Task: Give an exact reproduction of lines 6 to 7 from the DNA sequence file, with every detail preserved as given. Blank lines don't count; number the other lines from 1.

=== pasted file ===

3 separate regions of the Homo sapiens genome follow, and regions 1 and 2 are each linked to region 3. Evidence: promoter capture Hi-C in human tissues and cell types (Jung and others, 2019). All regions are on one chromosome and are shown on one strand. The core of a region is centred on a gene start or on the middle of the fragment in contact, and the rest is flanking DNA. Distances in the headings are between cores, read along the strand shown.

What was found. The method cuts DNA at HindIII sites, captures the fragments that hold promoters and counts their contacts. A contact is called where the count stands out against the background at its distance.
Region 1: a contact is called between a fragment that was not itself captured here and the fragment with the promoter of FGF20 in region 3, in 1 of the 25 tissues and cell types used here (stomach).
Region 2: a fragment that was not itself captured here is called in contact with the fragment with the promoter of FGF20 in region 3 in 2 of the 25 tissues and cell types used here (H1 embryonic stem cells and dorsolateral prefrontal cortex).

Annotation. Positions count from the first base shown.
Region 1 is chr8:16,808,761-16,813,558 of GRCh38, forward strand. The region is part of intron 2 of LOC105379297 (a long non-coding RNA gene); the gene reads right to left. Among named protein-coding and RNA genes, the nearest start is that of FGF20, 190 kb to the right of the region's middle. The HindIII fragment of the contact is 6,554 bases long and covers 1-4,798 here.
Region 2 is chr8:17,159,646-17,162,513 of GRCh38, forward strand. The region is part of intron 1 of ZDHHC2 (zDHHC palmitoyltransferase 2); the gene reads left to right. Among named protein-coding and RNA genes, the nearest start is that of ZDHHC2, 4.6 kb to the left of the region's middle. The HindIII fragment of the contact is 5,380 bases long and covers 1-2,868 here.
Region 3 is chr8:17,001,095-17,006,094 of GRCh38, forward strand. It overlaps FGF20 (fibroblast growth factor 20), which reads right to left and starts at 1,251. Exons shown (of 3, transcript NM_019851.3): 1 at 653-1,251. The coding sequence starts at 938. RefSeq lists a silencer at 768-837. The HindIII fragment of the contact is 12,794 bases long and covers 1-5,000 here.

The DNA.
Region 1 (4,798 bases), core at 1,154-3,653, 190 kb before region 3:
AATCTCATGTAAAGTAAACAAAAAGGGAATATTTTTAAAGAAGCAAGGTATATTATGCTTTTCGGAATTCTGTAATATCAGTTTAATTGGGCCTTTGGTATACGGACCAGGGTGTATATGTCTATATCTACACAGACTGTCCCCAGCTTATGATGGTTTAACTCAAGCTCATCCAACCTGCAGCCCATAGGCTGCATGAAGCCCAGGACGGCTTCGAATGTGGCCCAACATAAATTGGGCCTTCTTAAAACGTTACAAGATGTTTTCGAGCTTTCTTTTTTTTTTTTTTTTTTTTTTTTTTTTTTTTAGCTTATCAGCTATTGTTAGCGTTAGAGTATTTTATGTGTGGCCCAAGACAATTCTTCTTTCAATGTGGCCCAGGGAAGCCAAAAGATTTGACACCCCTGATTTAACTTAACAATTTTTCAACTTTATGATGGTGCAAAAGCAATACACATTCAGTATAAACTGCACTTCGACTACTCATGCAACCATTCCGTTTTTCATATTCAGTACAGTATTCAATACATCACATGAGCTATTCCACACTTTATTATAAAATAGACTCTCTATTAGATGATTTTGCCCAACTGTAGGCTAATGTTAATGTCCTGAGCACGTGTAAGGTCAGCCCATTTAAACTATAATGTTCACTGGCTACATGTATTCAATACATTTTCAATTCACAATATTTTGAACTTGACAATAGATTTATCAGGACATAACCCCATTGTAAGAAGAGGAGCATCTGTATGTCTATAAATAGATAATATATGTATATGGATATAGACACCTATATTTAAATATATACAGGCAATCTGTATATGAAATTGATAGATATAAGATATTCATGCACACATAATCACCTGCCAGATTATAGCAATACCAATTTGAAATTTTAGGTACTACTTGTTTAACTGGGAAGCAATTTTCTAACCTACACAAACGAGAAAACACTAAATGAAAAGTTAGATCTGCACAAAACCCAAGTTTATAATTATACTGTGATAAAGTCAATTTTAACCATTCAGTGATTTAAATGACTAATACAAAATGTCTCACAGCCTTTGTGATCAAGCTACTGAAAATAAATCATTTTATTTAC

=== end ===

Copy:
Region 1 is chr8:16,808,761-16,813,558 of GRCh38, forward strand. The region is part of intron 2 of LOC105379297 (a long non-coding RNA gene); the gene reads right to left. Among named protein-coding and RNA genes, the nearest start is that of FGF20, 190 kb to the right of the region's middle. The HindIII fragment of the contact is 6,554 bases long and covers 1-4,798 here.
Region 2 is chr8:17,159,646-17,162,513 of GRCh38, forward strand. The region is part of intron 1 of ZDHHC2 (zDHHC palmitoyltransferase 2); the gene reads left to right. Among named protein-coding and RNA genes, the nearest start is that of ZDHHC2, 4.6 kb to the left of the region's middle. The HindIII fragment of the contact is 5,380 bases long and covers 1-2,868 here.